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Thread: Takeda ....What to look for (now) to keep from getting screwed

  1. #111
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    Seriously unimpressive grind, no other way of putting it.

    I purchased a Takeda gyuto in 2008. It was pretty good (and much better ground, thinner with greater concavity than the one above) but not a game changer. My Yoshikane migaki is superior in every way, except it is a touch harder to sharpen.

  2. #112
    Senior Member labor of love's Avatar
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    I like the original grind your knives had more magnus. Mine is like that but the bevels and the grind are a bit more asymetrical. Amazing for food release. And just a fantastic cutter all around.

  3. #113
    Senior Member EdipisReks's Avatar
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    Quote Originally Posted by labor of love View Post
    I like the original grind your knives had more magnus. Mine is like that but the bevels and the grind are a bit more asymetrical. Amazing for food release. And just a fantastic cutter all around.
    Really? I guarantee it was wedge city.

  4. #114
    Senior Member labor of love's Avatar
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    I made a 2 1/2 pans of hash browns (cubed style) quicker with my takeda than other gyutos ive used. No wedging great food release. I literally didnt have to stop to clean cut potatoes off my blade once. If potatoes are a good test for wedging then i would say my takeda performed well.

  5. #115
    Senior Member labor of love's Avatar
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    Whats a good test for wedging? Sweet potatoes?

  6. #116
    Senior Member EdipisReks's Avatar
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    Quote Originally Posted by labor of love View Post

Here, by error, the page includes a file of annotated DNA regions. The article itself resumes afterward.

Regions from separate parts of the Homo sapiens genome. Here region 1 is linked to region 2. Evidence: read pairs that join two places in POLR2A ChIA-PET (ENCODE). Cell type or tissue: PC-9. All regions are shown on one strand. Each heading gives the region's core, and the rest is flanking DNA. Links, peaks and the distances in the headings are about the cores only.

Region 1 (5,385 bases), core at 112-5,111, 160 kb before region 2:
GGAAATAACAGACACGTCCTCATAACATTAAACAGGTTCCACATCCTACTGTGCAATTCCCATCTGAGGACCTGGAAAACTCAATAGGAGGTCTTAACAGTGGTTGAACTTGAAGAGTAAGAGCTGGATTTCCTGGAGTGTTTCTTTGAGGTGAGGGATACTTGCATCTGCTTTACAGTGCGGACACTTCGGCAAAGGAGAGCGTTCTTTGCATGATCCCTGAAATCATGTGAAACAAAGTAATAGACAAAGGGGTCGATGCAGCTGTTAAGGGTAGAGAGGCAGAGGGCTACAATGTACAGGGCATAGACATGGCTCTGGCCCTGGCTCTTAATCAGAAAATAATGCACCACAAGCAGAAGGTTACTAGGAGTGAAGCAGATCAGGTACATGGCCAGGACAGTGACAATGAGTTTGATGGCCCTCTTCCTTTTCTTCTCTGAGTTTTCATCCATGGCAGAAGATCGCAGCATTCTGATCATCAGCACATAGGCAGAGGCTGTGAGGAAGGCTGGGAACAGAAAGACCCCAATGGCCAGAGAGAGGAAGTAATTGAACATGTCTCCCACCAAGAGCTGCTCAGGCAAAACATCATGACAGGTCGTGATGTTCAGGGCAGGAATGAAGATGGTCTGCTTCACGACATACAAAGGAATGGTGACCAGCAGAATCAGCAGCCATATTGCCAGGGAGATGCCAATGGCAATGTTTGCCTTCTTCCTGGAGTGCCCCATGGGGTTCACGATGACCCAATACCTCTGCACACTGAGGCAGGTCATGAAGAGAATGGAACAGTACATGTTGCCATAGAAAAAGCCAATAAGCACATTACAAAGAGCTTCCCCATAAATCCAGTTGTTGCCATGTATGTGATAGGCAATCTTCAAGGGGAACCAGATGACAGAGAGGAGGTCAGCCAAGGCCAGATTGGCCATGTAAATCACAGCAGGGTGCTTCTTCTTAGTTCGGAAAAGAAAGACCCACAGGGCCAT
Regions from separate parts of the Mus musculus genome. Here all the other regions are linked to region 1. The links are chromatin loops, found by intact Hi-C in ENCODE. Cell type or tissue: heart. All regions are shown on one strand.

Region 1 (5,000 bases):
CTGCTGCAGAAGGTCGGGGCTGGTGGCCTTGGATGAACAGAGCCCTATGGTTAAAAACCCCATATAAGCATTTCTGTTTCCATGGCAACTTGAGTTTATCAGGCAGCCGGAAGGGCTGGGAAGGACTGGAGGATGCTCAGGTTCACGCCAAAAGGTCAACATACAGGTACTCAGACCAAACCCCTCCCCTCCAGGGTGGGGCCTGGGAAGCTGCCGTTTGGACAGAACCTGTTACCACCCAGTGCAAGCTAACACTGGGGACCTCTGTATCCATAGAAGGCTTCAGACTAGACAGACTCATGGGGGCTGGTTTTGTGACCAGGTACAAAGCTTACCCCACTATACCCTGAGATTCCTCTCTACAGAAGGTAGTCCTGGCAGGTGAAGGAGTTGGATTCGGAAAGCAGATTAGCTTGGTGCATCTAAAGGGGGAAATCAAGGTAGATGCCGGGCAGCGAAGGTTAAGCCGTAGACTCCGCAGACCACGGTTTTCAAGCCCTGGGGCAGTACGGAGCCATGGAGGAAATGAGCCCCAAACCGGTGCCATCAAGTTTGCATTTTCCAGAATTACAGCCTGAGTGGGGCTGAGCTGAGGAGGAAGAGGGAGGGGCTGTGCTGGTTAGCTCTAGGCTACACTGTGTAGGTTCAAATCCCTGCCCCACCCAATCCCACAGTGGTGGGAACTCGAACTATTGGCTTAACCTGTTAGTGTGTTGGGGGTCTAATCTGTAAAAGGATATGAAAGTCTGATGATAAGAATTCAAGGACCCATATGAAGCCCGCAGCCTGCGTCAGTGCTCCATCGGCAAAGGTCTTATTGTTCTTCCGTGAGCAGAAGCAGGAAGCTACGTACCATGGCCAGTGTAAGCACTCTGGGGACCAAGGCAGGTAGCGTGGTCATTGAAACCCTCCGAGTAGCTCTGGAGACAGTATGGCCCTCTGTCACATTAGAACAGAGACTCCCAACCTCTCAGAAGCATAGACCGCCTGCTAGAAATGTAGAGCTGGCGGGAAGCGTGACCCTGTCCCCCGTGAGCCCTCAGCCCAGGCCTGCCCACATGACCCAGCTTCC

Whats a good test for wedging? Sweet potatoes?
    A big parsnip is a perfect test, but sweet potatoes are good, too. Regular potatoes don't wedge much.

  7. #117
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    Wedging is not much of an issue with good technique. Those who can't alter geometries themselves shouldn't even bother with hand made knives.

  8. #118
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    This usually is a telling test for me. The narrower section usually shows stiction well too.

  9. #119
    Senior Member EdipisReks's Avatar
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    Quote Originally Posted by panda View Post
    Wedging is not much of an issue with good technique. Those who can't alter geometries themselves shouldn't even bother with hand made knives.
    Well sure, with proper technique delicate brain surgery should be perfectly feasible when using a chainsaw, and those who can't modify chains to suit their needs shouldn't even bother.

    The current Takedas look like crap, and the fact that he's perfectly willing to re-grind them suggests to me that he's taking advantage of the now famous name to pump as many knives out as possible, knowing that most buyers won't know any better.

  10. #120
    Quote Originally Posted by panda View Post
    Wedging is not much of an issue with good technique. Those who can't alter geometries themselves shouldn't even bother with hand made knives.
    IDK, I mean there is a difference between a knife which is awesome OOTB, but you know it needs to be opened up properly on the stones by someone who really knows what they're doing to be epic and a knife that is just meh as all hell OOTB, yet still costs a small fortune.

    I'm not talking about the Takeda's specifically, have no experience with them and am a complete novice when it comes to sharpening as well, just saying as an in general IMHO it's pretty absurd that a knife which cost nearly $300 isn't at least really good OOTB even if it isn't close to it's potential til it's done up for a couple hours to perfect it and bring the most out of it.


    Like maybe an M3 isn't on the level of a Ferrari til a Dinan tuner gets their hands on it plus throws an extra 70K into it, but a stock M3 still shouldn't be some complete rough around the edges slopbox that can't compete with a Honda Civic Si. It should still be really really good right off the dealer floor and very enjoyable even if it isn't a complete world beater when it's stock.

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